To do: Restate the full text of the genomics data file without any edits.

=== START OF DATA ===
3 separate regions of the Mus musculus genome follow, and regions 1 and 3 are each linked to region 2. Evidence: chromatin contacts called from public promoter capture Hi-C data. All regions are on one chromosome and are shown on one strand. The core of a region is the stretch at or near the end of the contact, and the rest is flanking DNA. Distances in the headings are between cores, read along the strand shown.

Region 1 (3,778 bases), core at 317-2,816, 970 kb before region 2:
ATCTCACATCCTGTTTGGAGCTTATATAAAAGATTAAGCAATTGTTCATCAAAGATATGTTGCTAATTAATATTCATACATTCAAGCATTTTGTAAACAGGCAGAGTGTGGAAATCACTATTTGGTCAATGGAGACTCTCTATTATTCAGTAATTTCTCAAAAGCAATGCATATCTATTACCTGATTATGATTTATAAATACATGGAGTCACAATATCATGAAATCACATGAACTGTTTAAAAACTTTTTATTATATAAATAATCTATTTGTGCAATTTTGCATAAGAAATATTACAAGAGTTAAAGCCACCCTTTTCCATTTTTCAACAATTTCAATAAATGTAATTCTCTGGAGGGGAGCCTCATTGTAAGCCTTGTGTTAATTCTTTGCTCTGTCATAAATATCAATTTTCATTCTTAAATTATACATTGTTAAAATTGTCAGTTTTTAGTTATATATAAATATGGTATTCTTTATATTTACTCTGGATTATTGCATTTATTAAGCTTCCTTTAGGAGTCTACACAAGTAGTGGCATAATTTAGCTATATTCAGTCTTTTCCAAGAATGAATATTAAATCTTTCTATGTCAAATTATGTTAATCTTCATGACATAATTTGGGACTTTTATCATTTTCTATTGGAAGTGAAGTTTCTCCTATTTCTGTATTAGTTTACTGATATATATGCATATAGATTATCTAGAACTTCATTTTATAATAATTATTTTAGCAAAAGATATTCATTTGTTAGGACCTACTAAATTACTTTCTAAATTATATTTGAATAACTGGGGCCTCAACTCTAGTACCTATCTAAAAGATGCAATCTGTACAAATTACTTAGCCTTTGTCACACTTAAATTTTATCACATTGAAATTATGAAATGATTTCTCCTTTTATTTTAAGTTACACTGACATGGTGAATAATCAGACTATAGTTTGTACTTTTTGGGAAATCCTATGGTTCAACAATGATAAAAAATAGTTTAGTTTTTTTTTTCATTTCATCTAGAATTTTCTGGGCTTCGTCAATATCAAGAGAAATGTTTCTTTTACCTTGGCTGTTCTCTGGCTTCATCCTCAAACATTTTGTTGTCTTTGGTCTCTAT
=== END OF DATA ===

3 separate regions of the Mus musculus genome follow, and regions 1 and 3 are each linked to region 2. Evidence: chromatin contacts called from public promoter capture Hi-C data. All regions are on one chromosome and are shown on one strand. The core of a region is the stretch at or near the end of the contact, and the rest is flanking DNA. Distances in the headings are between cores, read along the strand shown.

Region 1 (3,778 bases), core at 317-2,816, 970 kb before region 2:
ATCTCACATCCTGTTTGGAGCTTATATAAAAGATTAAGCAATTGTTCATCAAAGATATGTTGCTAATTAATATTCATACATTCAAGCATTTTGTAAACAGGCAGAGTGTGGAAATCACTATTTGGTCAATGGAGACTCTCTATTATTCAGTAATTTCTCAAAAGCAATGCATATCTATTACCTGATTATGATTTATAAATACATGGAGTCACAATATCATGAAATCACATGAACTGTTTAAAAACTTTTTATTATATAAATAATCTATTTGTGCAATTTTGCATAAGAAATATTACAAGAGTTAAAGCCACCCTTTTCCATTTTTCAACAATTTCAATAAATGTAATTCTCTGGAGGGGAGCCTCATTGTAAGCCTTGTGTTAATTCTTTGCTCTGTCATAAATATCAATTTTCATTCTTAAATTATACATTGTTAAAATTGTCAGTTTTTAGTTATATATAAATATGGTATTCTTTATATTTACTCTGGATTATTGCATTTATTAAGCTTCCTTTAGGAGTCTACACAAGTAGTGGCATAATTTAGCTATATTCAGTCTTTTCCAAGAATGAATATTAAATCTTTCTATGTCAAATTATGTTAATCTTCATGACATAATTTGGGACTTTTATCATTTTCTATTGGAAGTGAAGTTTCTCCTATTTCTGTATTAGTTTACTGATATATATGCATATAGATTATCTAGAACTTCATTTTATAATAATTATTTTAGCAAAAGATATTCATTTGTTAGGACCTACTAAATTACTTTCTAAATTATATTTGAATAACTGGGGCCTCAACTCTAGTACCTATCTAAAAGATGCAATCTGTACAAATTACTTAGCCTTTGTCACACTTAAATTTTATCACATTGAAATTATGAAATGATTTCTCCTTTTATTTTAAGTTACACTGACATGGTGAATAATCAGACTATAGTTTGTACTTTTTGGGAAATCCTATGGTTCAACAATGATAAAAAATAGTTTAGTTTTTTTTTTCATTTCATCTAGAATTTTCTGGGCTTCGTCAATATCAAGAGAAATGTTTCTTTTACCTTGGCTGTTCTCTGGCTTCATCCTCAAACATTTTGTTGTCTTTGGTCTCTAT